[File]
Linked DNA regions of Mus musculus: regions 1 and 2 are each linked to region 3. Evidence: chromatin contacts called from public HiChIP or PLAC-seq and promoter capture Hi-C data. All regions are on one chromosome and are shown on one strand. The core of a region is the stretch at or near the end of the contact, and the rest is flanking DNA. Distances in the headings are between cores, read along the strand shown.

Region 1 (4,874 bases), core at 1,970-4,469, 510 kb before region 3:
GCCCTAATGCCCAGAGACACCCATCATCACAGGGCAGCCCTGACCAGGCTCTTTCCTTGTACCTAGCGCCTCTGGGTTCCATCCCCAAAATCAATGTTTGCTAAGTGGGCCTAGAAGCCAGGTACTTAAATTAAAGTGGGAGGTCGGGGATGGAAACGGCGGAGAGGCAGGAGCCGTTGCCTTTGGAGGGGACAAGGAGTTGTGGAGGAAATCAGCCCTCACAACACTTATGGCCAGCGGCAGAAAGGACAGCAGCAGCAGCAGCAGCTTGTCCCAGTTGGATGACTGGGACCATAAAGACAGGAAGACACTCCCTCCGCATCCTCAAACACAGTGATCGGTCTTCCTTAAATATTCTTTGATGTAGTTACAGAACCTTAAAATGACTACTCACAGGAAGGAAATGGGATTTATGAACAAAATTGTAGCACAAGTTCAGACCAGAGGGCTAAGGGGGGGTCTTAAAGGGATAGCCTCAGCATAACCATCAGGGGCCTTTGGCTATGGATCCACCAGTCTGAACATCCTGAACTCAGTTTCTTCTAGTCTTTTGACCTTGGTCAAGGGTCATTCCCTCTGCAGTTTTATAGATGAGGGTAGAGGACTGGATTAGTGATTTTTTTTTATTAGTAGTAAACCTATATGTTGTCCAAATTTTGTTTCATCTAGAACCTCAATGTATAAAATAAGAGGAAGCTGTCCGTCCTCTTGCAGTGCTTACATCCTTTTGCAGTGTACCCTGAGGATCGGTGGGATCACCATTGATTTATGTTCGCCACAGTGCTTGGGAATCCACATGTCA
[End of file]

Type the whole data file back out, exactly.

Linked DNA regions of Mus musculus: regions 1 and 2 are each linked to region 3. Evidence: chromatin contacts called from public HiChIP or PLAC-seq and promoter capture Hi-C data. All regions are on one chromosome and are shown on one strand. The core of a region is the stretch at or near the end of the contact, and the rest is flanking DNA. Distances in the headings are between cores, read along the strand shown.

Region 1 (4,874 bases), core at 1,970-4,469, 510 kb before region 3:
GCCCTAATGCCCAGAGACACCCATCATCACAGGGCAGCCCTGACCAGGCTCTTTCCTTGTACCTAGCGCCTCTGGGTTCCATCCCCAAAATCAATGTTTGCTAAGTGGGCCTAGAAGCCAGGTACTTAAATTAAAGTGGGAGGTCGGGGATGGAAACGGCGGAGAGGCAGGAGCCGTTGCCTTTGGAGGGGACAAGGAGTTGTGGAGGAAATCAGCCCTCACAACACTTATGGCCAGCGGCAGAAAGGACAGCAGCAGCAGCAGCAGCTTGTCCCAGTTGGATGACTGGGACCATAAAGACAGGAAGACACTCCCTCCGCATCCTCAAACACAGTGATCGGTCTTCCTTAAATATTCTTTGATGTAGTTACAGAACCTTAAAATGACTACTCACAGGAAGGAAATGGGATTTATGAACAAAATTGTAGCACAAGTTCAGACCAGAGGGCTAAGGGGGGGTCTTAAAGGGATAGCCTCAGCATAACCATCAGGGGCCTTTGGCTATGGATCCACCAGTCTGAACATCCTGAACTCAGTTTCTTCTAGTCTTTTGACCTTGGTCAAGGGTCATTCCCTCTGCAGTTTTATAGATGAGGGTAGAGGACTGGATTAGTGATTTTTTTTTATTAGTAGTAAACCTATATGTTGTCCAAATTTTGTTTCATCTAGAACCTCAATGTATAAAATAAGAGGAAGCTGTCCGTCCTCTTGCAGTGCTTACATCCTTTTGCAGTGTACCCTGAGGATCGGTGGGATCACCATTGATTTATGTTCGCCACAGTGCTTGGGAATCCACATGTCA